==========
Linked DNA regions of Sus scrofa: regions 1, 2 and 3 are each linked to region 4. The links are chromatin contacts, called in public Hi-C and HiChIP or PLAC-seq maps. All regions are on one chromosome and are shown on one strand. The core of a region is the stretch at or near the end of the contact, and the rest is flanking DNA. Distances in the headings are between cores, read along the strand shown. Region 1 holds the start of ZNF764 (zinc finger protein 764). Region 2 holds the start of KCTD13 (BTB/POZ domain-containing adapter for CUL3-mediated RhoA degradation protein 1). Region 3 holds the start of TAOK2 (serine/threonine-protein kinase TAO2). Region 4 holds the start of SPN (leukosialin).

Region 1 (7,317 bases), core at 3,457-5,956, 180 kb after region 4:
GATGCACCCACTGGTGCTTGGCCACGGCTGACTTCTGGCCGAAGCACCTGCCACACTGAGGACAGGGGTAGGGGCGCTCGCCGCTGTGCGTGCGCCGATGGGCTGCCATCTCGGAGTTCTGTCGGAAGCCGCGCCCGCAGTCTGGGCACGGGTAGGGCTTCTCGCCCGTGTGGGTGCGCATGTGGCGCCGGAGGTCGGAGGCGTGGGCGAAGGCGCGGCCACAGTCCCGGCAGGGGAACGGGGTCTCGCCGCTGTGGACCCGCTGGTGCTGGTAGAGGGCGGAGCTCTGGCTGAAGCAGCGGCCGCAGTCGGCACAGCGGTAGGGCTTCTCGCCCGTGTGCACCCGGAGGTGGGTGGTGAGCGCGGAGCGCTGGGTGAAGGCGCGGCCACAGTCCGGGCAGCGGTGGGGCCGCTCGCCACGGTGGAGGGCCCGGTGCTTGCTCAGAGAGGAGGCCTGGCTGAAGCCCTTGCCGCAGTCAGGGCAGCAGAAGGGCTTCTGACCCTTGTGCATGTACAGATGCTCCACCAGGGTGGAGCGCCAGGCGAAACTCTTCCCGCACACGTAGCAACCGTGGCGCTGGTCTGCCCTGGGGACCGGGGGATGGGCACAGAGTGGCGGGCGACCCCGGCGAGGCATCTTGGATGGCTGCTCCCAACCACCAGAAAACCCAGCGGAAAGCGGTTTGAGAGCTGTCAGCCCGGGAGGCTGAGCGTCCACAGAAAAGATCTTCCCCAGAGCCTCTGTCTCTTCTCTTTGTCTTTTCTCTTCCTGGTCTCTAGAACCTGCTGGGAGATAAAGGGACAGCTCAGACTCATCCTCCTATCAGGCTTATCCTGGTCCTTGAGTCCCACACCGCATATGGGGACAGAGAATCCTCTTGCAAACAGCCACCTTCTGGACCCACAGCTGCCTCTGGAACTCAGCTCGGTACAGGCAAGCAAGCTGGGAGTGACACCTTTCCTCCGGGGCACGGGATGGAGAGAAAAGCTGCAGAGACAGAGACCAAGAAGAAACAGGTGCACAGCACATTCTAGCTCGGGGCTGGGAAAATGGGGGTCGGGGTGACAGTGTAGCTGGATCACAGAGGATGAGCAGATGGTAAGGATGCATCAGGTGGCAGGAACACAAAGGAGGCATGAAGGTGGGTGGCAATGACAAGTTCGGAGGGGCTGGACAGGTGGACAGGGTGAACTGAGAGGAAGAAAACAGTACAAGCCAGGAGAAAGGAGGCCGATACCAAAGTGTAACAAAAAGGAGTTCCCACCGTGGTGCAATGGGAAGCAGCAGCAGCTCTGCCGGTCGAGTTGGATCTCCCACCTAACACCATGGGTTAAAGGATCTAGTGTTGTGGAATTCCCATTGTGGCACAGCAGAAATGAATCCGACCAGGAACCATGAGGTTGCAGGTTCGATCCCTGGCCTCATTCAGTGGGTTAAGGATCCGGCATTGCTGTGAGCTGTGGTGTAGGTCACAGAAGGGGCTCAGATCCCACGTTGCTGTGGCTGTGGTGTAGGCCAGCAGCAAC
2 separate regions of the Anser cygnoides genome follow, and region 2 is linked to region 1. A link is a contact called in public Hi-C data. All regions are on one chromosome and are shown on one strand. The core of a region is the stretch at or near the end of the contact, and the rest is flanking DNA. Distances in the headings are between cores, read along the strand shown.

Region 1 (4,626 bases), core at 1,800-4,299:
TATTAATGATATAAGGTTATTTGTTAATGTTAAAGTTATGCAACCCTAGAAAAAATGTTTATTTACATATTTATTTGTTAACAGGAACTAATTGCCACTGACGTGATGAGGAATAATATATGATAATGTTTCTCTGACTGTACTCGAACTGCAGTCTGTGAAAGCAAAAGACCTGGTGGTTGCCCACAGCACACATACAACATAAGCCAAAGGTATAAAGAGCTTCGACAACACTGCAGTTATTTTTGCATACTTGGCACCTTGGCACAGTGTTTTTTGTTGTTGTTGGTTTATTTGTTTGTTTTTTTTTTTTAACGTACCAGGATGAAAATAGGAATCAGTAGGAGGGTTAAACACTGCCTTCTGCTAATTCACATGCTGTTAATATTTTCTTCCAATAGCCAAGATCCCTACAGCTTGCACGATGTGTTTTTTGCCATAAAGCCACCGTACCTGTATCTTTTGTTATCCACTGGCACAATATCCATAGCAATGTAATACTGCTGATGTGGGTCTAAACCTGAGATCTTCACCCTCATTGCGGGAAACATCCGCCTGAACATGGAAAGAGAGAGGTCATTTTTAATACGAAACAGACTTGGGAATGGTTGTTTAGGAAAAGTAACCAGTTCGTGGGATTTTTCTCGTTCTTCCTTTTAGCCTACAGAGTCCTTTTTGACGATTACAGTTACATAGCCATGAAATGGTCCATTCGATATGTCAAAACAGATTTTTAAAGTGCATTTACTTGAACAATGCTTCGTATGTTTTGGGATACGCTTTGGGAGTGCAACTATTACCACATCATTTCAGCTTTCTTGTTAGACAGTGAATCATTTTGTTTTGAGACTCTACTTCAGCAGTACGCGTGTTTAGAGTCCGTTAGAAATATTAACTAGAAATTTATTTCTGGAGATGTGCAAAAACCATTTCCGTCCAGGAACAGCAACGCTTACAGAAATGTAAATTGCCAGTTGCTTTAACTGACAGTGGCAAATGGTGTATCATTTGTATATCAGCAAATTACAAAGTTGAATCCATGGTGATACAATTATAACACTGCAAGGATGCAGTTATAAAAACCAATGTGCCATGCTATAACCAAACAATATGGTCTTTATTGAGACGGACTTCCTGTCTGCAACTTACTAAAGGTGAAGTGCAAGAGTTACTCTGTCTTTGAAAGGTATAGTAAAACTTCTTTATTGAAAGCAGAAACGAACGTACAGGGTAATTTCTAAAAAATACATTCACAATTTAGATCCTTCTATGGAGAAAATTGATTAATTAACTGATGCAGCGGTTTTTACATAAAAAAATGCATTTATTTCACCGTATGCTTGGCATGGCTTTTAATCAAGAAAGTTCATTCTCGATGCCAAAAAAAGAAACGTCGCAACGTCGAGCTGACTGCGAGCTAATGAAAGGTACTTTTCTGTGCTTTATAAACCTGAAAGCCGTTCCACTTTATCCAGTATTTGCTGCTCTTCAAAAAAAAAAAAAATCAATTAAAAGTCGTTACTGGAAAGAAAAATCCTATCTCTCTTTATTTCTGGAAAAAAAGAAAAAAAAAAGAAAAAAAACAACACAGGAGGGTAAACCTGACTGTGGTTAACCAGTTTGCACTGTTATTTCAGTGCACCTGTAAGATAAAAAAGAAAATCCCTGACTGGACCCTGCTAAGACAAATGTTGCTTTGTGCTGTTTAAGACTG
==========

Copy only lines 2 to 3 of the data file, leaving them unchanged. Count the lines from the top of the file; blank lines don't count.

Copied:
Region 1 (7,317 bases), core at 3,457-5,956, 180 kb after region 4:
GATGCACCCACTGGTGCTTGGCCACGGCTGACTTCTGGCCGAAGCACCTGCCACACTGAGGACAGGGGTAGGGGCGCTCGCCGCTGTGCGTGCGCCGATGGGCTGCCATCTCGGAGTTCTGTCGGAAGCCGCGCCCGCAGTCTGGGCACGGGTAGGGCTTCTCGCCCGTGTGGGTGCGCATGTGGCGCCGGAGGTCGGAGGCGTGGGCGAAGGCGCGGCCACAGTCCCGGCAGGGGAACGGGGTCTCGCCGCTGTGGACCCGCTGGTGCTGGTAGAGGGCGGAGCTCTGGCTGAAGCAGCGGCCGCAGTCGGCACAGCGGTAGGGCTTCTCGCCCGTGTGCACCCGGAGGTGGGTGGTGAGCGCGGAGCGCTGGGTGAAGGCGCGGCCACAGTCCGGGCAGCGGTGGGGCCGCTCGCCACGGTGGAGGGCCCGGTGCTTGCTCAGAGAGGAGGCCTGGCTGAAGCCCTTGCCGCAGTCAGGGCAGCAGAAGGGCTTCTGACCCTTGTGCATGTACAGATGCTCCACCAGGGTGGAGCGCCAGGCGAAACTCTTCCCGCACACGTAGCAACCGTGGCGCTGGTCTGCCCTGGGGACCGGGGGATGGGCACAGAGTGGCGGGCGACCCCGGCGAGGCATCTTGGATGGCTGCTCCCAACCACCAGAAAACCCAGCGGAAAGCGGTTTGAGAGCTGTCAGCCCGGGAGGCTGAGCGTCCACAGAAAAGATCTTCCCCAGAGCCTCTGTCTCTTCTCTTTGTCTTTTCTCTTCCTGGTCTCTAGAACCTGCTGGGAGATAAAGGGACAGCTCAGACTCATCCTCCTATCAGGCTTATCCTGGTCCTTGAGTCCCACACCGCATATGGGGACAGAGAATCCTCTTGCAAACAGCCACCTTCTGGACCCACAGCTGCCTCTGGAACTCAGCTCGGTACAGGCAAGCAAGCTGGGAGTGACACCTTTCCTCCGGGGCACGGGATGGAGAGAAAAGCTGCAGAGACAGAGACCAAGAAGAAACAGGTGCACAGCACATTCTAGCTCGGGGCTGGGAAAATGGGGGTCGGGGTGACAGTGTAGCTGGATCACAGAGGATGAGCAGATGGTAAGGATGCATCAGGTGGCAGGAACACAAAGGAGGCATGAAGGTGGGTGGCAATGACAAGTTCGGAGGGGCTGGACAGGTGGACAGGGTGAACTGAGAGGAAGAAAACAGTACAAGCCAGGAGAAAGGAGGCCGATACCAAAGTGTAACAAAAAGGAGTTCCCACCGTGGTGCAATGGGAAGCAGCAGCAGCTCTGCCGGTCGAGTTGGATCTCCCACCTAACACCATGGGTTAAAGGATCTAGTGTTGTGGAATTCCCATTGTGGCACAGCAGAAATGAATCCGACCAGGAACCATGAGGTTGCAGGTTCGATCCCTGGCCTCATTCAGTGGGTTAAGGATCCGGCATTGCTGTGAGCTGTGGTGTAGGTCACAGAAGGGGCTCAGATCCCACGTTGCTGTGGCTGTGGTGTAGGCCAGCAGCAAC